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A new mouse line based on the Gpr101 promoter drives expression of Cre in medium spiny neurons of the striatum.
Uppsala University, Disciplinary Domain of Science and Technology, Biology, Department of Organismal Biology, Evolution and Developmental Biology.
Uppsala University, Disciplinary Domain of Science and Technology, Biology, Department of Organismal Biology, Evolution and Developmental Biology.
Uppsala University, Disciplinary Domain of Medicine and Pharmacy, Faculty of Medicine, Department of Neuroscience, Developmental Genetics.
(English)Manuscript (preprint) (Other academic)
Abstract [en]

A novel transgenic mouse that expresses the Cre recombinase in striatal medium spiny neurons was generated. To create the line, we have used the promoter of the X-linked gene Gpr101 and a Bacterial Artificial Chromosome recombineering strategy. When the Gpr101-Cre mouse was bred to the tdTomato Ai14 [1] reporter line, we observed strong fluorescence in medium-size spiny neurons (MSNs) of the striatum. In addition, Gpr101-Cre was detected in hippocampal pyramidal neurons and sparse cerebellar purkinje cells. Interestingly, Gpr101-Cre expression in this mouse line differs from the endogenous Gpr101 gene expression, which is highest in amygdala and hypothalamus and not detected in striatum in adult mice, as shown by in situ hybridization. The tdTomato Ai14 reporter marks any cell lineages in which Gpr101-Cre has, at any time, been expressed. Our results show that the Gpr101-Cre gene construct had lost the original ability of the Gpr101 promotor to drive expression of the Gpr101 gene in the amygdala and the hypothalamus. Second, the Gpr101-Cre gene construct either acquired a novel capability to express in striatum, or more probably, Gpr101 is expressed transiently in striatum during development. In addition, a small subpopulation of astrocytes (GFAP positive cells) was labelled in several regions of the central nervous system, allowing for specific follow-up studies of these cells. We envision that the newly created Cre-line will contribute to numerous studies, particularly related to the development and differentiation of cellular networks in the brain.

URN: urn:nbn:se:uu:diva-156638OAI: oai:DiVA.org:uu-156638DiVA: diva2:432660
Available from: 2011-08-04 Created: 2011-08-04 Last updated: 2012-02-24
In thesis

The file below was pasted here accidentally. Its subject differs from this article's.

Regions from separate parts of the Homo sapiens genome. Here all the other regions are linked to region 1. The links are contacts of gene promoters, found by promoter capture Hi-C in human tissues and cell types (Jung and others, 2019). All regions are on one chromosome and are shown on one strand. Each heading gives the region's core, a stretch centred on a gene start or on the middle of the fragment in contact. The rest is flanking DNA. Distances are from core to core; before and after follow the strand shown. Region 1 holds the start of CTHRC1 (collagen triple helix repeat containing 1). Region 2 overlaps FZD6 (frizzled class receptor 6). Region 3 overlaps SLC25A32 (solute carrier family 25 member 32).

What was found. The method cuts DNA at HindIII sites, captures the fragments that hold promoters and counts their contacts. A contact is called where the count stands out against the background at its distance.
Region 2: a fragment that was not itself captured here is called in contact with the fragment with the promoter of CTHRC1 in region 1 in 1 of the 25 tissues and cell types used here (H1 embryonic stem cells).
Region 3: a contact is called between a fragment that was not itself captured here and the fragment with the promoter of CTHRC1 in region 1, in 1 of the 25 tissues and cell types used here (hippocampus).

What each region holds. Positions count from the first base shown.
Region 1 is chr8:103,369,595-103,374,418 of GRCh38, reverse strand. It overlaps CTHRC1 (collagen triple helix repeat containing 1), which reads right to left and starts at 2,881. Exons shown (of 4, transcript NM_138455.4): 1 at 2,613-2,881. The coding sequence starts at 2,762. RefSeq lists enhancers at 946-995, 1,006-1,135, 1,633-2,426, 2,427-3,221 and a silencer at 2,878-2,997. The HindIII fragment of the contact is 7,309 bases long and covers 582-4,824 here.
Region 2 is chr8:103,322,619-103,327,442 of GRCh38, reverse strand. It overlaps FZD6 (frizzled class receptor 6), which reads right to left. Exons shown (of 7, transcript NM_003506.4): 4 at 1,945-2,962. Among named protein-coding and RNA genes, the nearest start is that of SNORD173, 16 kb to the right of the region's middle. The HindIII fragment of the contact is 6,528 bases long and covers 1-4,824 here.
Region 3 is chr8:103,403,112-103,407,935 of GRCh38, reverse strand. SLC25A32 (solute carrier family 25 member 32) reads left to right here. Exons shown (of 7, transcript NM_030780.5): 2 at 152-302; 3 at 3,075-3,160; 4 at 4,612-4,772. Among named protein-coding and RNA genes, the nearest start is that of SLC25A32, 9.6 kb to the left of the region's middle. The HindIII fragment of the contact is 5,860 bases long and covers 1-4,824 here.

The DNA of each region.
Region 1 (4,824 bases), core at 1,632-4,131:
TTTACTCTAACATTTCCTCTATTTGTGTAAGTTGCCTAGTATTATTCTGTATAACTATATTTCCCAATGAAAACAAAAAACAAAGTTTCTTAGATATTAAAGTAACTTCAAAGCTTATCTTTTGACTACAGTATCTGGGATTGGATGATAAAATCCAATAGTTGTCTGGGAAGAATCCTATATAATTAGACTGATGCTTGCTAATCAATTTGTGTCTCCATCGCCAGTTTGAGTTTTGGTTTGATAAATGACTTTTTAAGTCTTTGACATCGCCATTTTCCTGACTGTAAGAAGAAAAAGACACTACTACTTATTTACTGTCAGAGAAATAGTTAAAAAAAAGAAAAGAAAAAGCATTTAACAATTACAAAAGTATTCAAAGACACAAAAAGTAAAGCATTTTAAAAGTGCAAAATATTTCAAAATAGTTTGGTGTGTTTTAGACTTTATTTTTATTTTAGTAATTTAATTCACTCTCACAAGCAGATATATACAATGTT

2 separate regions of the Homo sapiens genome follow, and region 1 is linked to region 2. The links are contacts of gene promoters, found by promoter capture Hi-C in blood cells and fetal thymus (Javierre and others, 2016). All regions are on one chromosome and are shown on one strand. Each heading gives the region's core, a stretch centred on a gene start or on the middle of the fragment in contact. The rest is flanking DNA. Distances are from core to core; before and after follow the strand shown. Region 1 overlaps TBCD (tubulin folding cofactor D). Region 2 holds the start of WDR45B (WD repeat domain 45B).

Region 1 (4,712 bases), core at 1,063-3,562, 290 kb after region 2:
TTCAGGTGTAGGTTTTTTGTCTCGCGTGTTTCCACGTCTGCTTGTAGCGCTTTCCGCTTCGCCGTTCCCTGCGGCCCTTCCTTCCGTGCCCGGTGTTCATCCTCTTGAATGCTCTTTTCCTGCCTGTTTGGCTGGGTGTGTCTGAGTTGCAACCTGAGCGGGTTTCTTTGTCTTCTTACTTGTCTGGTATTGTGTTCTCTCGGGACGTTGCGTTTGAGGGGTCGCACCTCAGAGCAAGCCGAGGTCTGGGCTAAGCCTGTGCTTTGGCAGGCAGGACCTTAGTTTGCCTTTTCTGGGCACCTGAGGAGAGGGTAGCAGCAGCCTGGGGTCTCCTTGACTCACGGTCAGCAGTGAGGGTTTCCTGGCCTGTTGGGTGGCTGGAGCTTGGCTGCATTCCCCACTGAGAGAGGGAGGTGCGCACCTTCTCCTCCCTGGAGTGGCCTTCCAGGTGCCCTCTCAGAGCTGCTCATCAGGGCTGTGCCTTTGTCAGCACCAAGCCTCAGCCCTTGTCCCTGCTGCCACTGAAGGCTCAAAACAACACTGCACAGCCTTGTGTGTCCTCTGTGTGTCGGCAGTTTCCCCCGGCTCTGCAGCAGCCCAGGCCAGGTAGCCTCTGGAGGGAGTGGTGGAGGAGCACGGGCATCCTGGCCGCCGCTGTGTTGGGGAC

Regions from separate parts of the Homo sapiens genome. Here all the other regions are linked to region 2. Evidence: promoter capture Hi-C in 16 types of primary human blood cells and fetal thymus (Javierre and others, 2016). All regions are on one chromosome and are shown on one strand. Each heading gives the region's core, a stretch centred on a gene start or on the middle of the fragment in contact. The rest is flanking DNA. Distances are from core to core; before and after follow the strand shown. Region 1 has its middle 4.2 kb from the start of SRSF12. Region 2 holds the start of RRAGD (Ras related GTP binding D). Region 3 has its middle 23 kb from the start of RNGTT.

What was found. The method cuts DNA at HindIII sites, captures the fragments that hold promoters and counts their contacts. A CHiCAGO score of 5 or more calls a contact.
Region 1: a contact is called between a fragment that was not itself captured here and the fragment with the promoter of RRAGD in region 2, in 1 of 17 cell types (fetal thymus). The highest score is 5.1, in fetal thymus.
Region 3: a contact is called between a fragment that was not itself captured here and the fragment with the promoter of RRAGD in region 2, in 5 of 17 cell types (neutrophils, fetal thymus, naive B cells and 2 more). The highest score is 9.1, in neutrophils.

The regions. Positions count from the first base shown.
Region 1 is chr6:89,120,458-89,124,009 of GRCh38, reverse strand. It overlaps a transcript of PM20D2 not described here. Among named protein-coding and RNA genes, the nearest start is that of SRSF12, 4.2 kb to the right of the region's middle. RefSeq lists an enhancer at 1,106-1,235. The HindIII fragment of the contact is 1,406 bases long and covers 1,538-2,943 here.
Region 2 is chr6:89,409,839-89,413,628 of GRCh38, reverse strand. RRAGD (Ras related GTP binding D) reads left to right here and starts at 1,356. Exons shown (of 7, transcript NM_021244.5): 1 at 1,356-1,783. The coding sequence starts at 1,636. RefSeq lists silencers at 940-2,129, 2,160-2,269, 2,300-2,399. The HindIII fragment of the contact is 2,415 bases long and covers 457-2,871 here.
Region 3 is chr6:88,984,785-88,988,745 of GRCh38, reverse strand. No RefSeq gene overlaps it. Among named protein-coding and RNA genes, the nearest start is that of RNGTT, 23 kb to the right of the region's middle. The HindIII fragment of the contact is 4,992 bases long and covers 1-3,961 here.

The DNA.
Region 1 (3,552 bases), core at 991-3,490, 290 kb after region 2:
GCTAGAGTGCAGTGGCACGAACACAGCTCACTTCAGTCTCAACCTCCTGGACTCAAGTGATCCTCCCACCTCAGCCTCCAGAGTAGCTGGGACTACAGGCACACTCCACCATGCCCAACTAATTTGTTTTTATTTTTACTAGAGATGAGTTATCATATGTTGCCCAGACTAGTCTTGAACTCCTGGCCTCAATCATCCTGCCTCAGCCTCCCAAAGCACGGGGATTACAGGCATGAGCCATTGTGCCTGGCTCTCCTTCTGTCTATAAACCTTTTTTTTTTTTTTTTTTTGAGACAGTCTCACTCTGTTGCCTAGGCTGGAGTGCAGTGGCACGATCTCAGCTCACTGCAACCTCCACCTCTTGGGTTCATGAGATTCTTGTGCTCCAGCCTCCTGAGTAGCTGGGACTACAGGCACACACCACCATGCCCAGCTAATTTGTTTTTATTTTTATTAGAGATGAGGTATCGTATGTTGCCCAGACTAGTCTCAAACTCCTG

1. Sexually Dimorphic Gene Expression in the Mammalian Brain
Open this publication in new window or tab >>Sexually Dimorphic Gene Expression in the Mammalian Brain
2011 (English)Doctoral thesis, comprehensive summary (Other academic)
Abstract [en]

In recent times, major advances have been made towards understanding sexual dimorphism in the brain on a molecular basis. This thesis summarises my modest contributions to these endeavours. Sexual dimorphisms are manifested throughout the spectrum of biological complexity, and can be studied by numerous approaches. The approach of this thesis is to explore sex-biased gene expression in mammalian somatic tissues. Paper I describes an evolutionarily conserved sexual gene expression pattern in the primate brain. Conserved sex-biased genes may underlie important sex differences in neurobiology. In Paper II, Y-chromosome genes expressed across several regions of the human male brain during mid-gestation are identified. Such genes may play male-specific roles during brain development. The studies of Papers III and IV explore sex-biased gene expression in several somatic tissues from mouse. The amount of genes with sex-biased expression varied in different brain regions. The striatum was particularly interesting, with an order of magnitude increase in the number of sex-biased genes as compared to the other included brain regions. Of potentially wider significance are my observations regarding the transcriptional regulation of domains that escape X-chromosome inactivation (XCI). Specifically, I provide the first evidence that long non-coding RNAs (lncRNAs) transcribe together with protein-coding genes in XCI-escaping domains. This raises the possibility that lncRNAs mediate the transcriptional regulation of XCI-escaping domains. I also present evidence that the mouse X-chromosome has undergone both feminisation and de-masculinisation during evolution, as indicated by the sex-skewed regulation of genes on this chromosome. This finding is relevant for understanding the selective forces that shaped the mammalian X-chromosome. In the final chapter, Paper V, the generation of a novel transgenic mouse line, Gpr101-Cre, is described. Its progeny can be used for functional studies of striatum, a brain structure with major sexual dimorphism, as is further demonstrated in the Papers of this thesis.

Place, publisher, year, edition, pages
Uppsala: Acta Universitatis Upsaliensis, 2011. 57 p.
Digital Comprehensive Summaries of Uppsala Dissertations from the Faculty of Science and Technology, ISSN 1651-6214 ; 840
National Category
Developmental Biology
urn:nbn:se:uu:diva-156640 (URN)978-91-554-8118-6 (ISBN)
Public defence
2011-09-16, Zootissalen (EBC 01.01006), Evolutionsbiologiskt centrum, EBC, Norbyvägen, Uppsala, 10:15 (English)
Available from: 2011-08-26 Created: 2011-08-04 Last updated: 2011-11-10

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